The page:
Ben McAdoo has kept a pretty low profile since the New York Giants fired him as head coach on Dec. 4, with four games remaining in what turned out to be a dismal 3-13 season, the franchise’s worst in 34 years. But now he’s breaking his silence, and he actually seems quite thrilled with all the moves the Giants have made since they replaced him with Pat Shurmur, to the point where he made a bold prediction during a chat with the New York Post’s Paul Schwartz.
“I think they’re gonna win the division,” he said.
While neither the Cowboys nor the Redskins are coming off particularly strong seasons — both missed the playoffs — the NFC East also features the Eagles, who happen to be the defending Super Bowl champions. But McAdoo seems to think that actually could be their downfall.
“I think Philly, how much success has Philly had?” he said. “I think they’re gonna have a hard time handling success. Dallas, I like their offensive line, but how long have we been saying that? Their defense, they got a bunch of young guys playing DB, Sean Lee is banged up a lot, and their D-line, they got a bunch of guys getting in trouble all the time. And Washington is Washington, right?”
To play Devil’s Advocate, repeating as Super Bowl champion is difficult: It’s only been done eight times, and not since the Patriots in the 2003 and 2004 seasons. But then again, going from the cellar to the division title takes a certain set of circumstances, too. The Dolphins went from 1-15 in 2007 to 11-5 and an AFC East title in 2008, a.k.a. the year Tom Brady’s season was ended midway through the first quarter of his first game, and the year Brett Favre threw a league-high 22 interceptions for the Jets. The Colts went from 3-13 in 1998 to 13-3 in 1999, but they had a guy named Peyton Manning at quarterback. The Rams improved from 4-12 in 1998 to 13-3 and a Super Bowl title in 1999. Unearthing a quarterback like Kurt Warner and having him deliver the ball to players like Marshall Faulk, Isaac Bruce and Torry Holt will do that.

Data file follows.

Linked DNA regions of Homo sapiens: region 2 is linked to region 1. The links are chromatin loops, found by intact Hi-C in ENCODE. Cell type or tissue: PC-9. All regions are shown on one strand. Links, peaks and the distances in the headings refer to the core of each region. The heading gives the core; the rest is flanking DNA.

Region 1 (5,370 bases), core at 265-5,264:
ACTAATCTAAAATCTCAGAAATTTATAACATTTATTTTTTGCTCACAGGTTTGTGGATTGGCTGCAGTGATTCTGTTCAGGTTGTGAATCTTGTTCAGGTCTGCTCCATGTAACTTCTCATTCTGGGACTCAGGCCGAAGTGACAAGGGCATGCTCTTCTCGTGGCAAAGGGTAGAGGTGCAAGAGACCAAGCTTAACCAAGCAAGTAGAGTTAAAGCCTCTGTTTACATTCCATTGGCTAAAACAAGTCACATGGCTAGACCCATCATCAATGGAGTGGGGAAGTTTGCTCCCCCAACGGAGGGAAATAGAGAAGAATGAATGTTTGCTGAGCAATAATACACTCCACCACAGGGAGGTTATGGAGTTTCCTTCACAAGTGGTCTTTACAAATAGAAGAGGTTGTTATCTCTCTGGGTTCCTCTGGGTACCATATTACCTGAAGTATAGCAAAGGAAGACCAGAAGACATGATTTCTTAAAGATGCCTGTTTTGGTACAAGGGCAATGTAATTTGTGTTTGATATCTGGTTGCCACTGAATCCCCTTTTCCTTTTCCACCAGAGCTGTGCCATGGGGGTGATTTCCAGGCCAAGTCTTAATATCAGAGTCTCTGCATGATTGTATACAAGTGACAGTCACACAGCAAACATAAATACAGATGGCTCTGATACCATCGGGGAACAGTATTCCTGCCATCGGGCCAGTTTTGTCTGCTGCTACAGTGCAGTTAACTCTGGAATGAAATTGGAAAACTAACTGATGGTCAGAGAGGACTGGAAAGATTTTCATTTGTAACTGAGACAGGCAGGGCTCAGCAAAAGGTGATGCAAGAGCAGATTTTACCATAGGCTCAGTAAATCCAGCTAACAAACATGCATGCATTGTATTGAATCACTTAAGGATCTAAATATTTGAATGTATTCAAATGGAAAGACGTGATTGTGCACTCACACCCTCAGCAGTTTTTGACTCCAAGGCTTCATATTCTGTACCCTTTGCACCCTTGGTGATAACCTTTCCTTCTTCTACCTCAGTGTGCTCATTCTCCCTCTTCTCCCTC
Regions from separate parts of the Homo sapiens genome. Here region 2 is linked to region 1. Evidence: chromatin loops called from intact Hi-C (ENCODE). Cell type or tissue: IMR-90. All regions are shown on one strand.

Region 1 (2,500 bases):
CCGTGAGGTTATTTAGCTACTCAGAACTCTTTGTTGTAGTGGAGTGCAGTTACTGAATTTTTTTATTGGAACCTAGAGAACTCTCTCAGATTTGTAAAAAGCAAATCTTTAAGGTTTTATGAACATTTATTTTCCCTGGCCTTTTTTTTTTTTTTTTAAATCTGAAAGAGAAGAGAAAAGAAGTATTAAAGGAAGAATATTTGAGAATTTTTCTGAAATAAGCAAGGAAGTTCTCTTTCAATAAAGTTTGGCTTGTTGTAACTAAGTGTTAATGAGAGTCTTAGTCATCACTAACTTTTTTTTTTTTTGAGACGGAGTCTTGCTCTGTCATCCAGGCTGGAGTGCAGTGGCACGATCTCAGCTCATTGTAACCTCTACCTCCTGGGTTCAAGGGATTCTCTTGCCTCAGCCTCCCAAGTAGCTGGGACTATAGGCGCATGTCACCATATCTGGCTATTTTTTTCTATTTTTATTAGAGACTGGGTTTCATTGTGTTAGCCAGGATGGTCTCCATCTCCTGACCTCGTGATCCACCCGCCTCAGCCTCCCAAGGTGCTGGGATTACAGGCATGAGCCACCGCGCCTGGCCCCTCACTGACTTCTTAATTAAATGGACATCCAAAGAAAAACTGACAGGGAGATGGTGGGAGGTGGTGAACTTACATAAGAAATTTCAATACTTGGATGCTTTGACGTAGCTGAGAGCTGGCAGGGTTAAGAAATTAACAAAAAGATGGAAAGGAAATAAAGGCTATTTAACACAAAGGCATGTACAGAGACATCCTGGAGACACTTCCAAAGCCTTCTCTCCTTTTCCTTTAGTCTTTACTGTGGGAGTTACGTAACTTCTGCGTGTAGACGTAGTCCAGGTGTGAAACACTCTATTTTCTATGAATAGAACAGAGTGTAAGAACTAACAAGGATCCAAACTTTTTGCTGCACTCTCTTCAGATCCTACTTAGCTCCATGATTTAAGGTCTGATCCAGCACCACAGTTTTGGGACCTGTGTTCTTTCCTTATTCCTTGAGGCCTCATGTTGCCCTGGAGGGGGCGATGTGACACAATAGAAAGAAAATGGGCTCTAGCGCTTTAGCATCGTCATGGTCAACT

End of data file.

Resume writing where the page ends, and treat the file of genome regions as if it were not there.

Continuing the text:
The Giants “unearthed” running back Saquon Barkley in the draft — a move praised by McAdoo, who agreed with the decision not to draft a quarterback — and rejiggered their offensive line by signing left tackle Nate Solder to a massive free agent contract. But Eli Manning still will be the quarterback, even though he’s 37 years old and even though McAdoo benched him last season in favor of Geno Smith. He’ll be throwing the ball to Odell Beckham Jr., who played in just four games last season because of ankle problems. But at least opposing defenses won’t know what’s coming with Shurmer at the helm. If you recall from last season, Beckham said that opposing defenders had told him that they knew what was coming because McAdoo’s offense was so predictable.
McAdoo addressed that issue as well in a separate interview with Peter King, saying he should have worked more on keeping the sometimes-volatile Beckham on an even keel and less on designing the offense to run entirely around the wide receiver.
“I needed to be better for him personally, as a coordinator and head coach,” McAdoo told King, according to an excerpt from King’s forthcoming debut column at NBC Sports. “I was too busy trying to scheme ways to get him the ball, especially early in my time in New York, that I didn’t step back and see the big picture the way I should have.”
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